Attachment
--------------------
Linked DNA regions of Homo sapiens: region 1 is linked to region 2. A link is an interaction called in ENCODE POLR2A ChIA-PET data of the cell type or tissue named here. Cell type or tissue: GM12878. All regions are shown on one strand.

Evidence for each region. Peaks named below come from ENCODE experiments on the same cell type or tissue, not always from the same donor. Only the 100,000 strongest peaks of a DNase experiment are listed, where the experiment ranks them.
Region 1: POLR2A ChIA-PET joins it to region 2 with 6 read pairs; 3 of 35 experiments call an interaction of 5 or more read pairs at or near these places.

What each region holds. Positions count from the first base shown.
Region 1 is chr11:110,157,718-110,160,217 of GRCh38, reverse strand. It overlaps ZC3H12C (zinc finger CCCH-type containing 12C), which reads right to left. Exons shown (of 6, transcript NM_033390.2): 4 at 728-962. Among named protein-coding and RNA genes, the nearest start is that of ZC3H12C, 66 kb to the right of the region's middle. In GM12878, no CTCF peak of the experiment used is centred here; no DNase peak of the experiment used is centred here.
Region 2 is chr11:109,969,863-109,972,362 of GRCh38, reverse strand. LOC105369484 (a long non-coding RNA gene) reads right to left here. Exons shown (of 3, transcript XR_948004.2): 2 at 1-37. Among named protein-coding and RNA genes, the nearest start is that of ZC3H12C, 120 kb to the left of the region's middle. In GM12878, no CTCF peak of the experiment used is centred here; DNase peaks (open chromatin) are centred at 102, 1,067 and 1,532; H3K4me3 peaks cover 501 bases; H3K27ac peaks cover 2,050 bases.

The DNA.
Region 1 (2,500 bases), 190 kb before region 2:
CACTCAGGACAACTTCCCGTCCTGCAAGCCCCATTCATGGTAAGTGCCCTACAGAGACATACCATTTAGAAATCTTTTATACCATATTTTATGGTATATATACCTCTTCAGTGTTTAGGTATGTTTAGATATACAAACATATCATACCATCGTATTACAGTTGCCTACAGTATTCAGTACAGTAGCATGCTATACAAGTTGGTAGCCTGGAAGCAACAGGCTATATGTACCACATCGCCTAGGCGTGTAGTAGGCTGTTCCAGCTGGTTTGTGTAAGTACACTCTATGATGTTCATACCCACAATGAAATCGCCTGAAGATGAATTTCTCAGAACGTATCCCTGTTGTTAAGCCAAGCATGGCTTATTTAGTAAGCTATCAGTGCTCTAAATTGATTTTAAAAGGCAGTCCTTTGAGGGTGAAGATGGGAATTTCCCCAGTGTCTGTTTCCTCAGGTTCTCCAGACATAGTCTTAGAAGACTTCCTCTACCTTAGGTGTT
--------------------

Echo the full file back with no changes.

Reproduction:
Linked DNA regions of Homo sapiens: region 1 is linked to region 2. A link is an interaction called in ENCODE POLR2A ChIA-PET data of the cell type or tissue named here. Cell type or tissue: GM12878. All regions are shown on one strand.

Evidence for each region. Peaks named below come from ENCODE experiments on the same cell type or tissue, not always from the same donor. Only the 100,000 strongest peaks of a DNase experiment are listed, where the experiment ranks them.
Region 1: POLR2A ChIA-PET joins it to region 2 with 6 read pairs; 3 of 35 experiments call an interaction of 5 or more read pairs at or near these places.

What each region holds. Positions count from the first base shown.
Region 1 is chr11:110,157,718-110,160,217 of GRCh38, reverse strand. It overlaps ZC3H12C (zinc finger CCCH-type containing 12C), which reads right to left. Exons shown (of 6, transcript NM_033390.2): 4 at 728-962. Among named protein-coding and RNA genes, the nearest start is that of ZC3H12C, 66 kb to the right of the region's middle. In GM12878, no CTCF peak of the experiment used is centred here; no DNase peak of the experiment used is centred here.
Region 2 is chr11:109,969,863-109,972,362 of GRCh38, reverse strand. LOC105369484 (a long non-coding RNA gene) reads right to left here. Exons shown (of 3, transcript XR_948004.2): 2 at 1-37. Among named protein-coding and RNA genes, the nearest start is that of ZC3H12C, 120 kb to the left of the region's middle. In GM12878, no CTCF peak of the experiment used is centred here; DNase peaks (open chromatin) are centred at 102, 1,067 and 1,532; H3K4me3 peaks cover 501 bases; H3K27ac peaks cover 2,050 bases.

The DNA.
Region 1 (2,500 bases), 190 kb before region 2:
CACTCAGGACAACTTCCCGTCCTGCAAGCCCCATTCATGGTAAGTGCCCTACAGAGACATACCATTTAGAAATCTTTTATACCATATTTTATGGTATATATACCTCTTCAGTGTTTAGGTATGTTTAGATATACAAACATATCATACCATCGTATTACAGTTGCCTACAGTATTCAGTACAGTAGCATGCTATACAAGTTGGTAGCCTGGAAGCAACAGGCTATATGTACCACATCGCCTAGGCGTGTAGTAGGCTGTTCCAGCTGGTTTGTGTAAGTACACTCTATGATGTTCATACCCACAATGAAATCGCCTGAAGATGAATTTCTCAGAACGTATCCCTGTTGTTAAGCCAAGCATGGCTTATTTAGTAAGCTATCAGTGCTCTAAATTGATTTTAAAAGGCAGTCCTTTGAGGGTGAAGATGGGAATTTCCCCAGTGTCTGTTTCCTCAGGTTCTCCAGACATAGTCTTAGAAGACTTCCTCTACCTTAGGTGTT